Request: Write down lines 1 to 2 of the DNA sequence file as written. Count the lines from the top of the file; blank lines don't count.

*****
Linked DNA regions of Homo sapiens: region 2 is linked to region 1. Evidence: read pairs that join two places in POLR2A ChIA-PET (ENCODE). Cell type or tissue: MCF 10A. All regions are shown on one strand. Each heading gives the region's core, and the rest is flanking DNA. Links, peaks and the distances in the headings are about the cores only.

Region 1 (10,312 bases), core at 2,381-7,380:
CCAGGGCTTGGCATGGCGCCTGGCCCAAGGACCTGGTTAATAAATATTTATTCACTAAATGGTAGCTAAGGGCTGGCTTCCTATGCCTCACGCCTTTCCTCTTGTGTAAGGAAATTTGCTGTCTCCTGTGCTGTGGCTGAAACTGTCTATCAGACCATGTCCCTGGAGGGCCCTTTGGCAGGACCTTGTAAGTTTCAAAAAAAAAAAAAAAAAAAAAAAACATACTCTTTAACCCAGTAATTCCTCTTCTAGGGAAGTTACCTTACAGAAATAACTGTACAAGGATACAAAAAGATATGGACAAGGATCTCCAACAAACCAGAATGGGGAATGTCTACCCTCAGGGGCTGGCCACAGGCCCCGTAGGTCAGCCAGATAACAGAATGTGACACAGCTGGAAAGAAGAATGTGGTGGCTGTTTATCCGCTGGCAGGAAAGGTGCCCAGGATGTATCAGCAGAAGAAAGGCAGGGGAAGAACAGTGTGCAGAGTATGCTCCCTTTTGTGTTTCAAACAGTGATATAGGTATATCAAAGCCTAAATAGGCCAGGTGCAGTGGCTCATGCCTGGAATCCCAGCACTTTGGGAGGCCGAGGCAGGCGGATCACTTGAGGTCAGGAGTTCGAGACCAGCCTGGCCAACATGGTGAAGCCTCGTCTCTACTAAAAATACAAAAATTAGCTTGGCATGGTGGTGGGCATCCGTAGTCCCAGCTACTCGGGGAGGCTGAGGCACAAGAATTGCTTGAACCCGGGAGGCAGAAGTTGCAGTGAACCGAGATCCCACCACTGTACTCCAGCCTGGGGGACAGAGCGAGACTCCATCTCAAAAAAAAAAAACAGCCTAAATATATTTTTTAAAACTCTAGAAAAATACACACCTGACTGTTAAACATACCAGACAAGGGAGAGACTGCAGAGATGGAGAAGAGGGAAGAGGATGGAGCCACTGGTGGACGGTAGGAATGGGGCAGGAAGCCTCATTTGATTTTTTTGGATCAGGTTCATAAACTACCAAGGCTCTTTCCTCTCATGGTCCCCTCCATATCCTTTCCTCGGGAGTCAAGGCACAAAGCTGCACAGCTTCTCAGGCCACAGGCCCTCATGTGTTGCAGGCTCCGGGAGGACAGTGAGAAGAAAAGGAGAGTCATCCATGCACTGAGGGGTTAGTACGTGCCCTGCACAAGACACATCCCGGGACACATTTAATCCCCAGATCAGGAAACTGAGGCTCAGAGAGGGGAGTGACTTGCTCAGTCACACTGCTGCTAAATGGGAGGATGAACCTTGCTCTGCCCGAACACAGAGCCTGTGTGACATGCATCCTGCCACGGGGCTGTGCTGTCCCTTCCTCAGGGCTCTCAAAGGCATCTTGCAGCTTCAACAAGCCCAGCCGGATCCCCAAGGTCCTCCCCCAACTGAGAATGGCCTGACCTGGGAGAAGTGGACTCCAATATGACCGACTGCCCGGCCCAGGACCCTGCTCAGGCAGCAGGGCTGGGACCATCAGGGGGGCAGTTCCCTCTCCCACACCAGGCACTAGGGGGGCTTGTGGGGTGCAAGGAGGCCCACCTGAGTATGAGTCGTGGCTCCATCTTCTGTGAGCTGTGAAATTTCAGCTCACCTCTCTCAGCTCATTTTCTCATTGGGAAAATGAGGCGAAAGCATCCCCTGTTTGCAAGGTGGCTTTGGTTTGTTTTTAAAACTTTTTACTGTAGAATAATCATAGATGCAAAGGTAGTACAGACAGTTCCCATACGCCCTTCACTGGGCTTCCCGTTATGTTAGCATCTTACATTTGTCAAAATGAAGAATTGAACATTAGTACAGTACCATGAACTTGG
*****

Linked DNA regions of Homo sapiens: region 2 is linked to region 1. Evidence: read pairs that join two places in POLR2A ChIA-PET (ENCODE). Cell type or tissue: MCF 10A. All regions are shown on one strand. Each heading gives the region's core, and the rest is flanking DNA. Links, peaks and the distances in the headings are about the cores only.

Region 1 (10,312 bases), core at 2,381-7,380: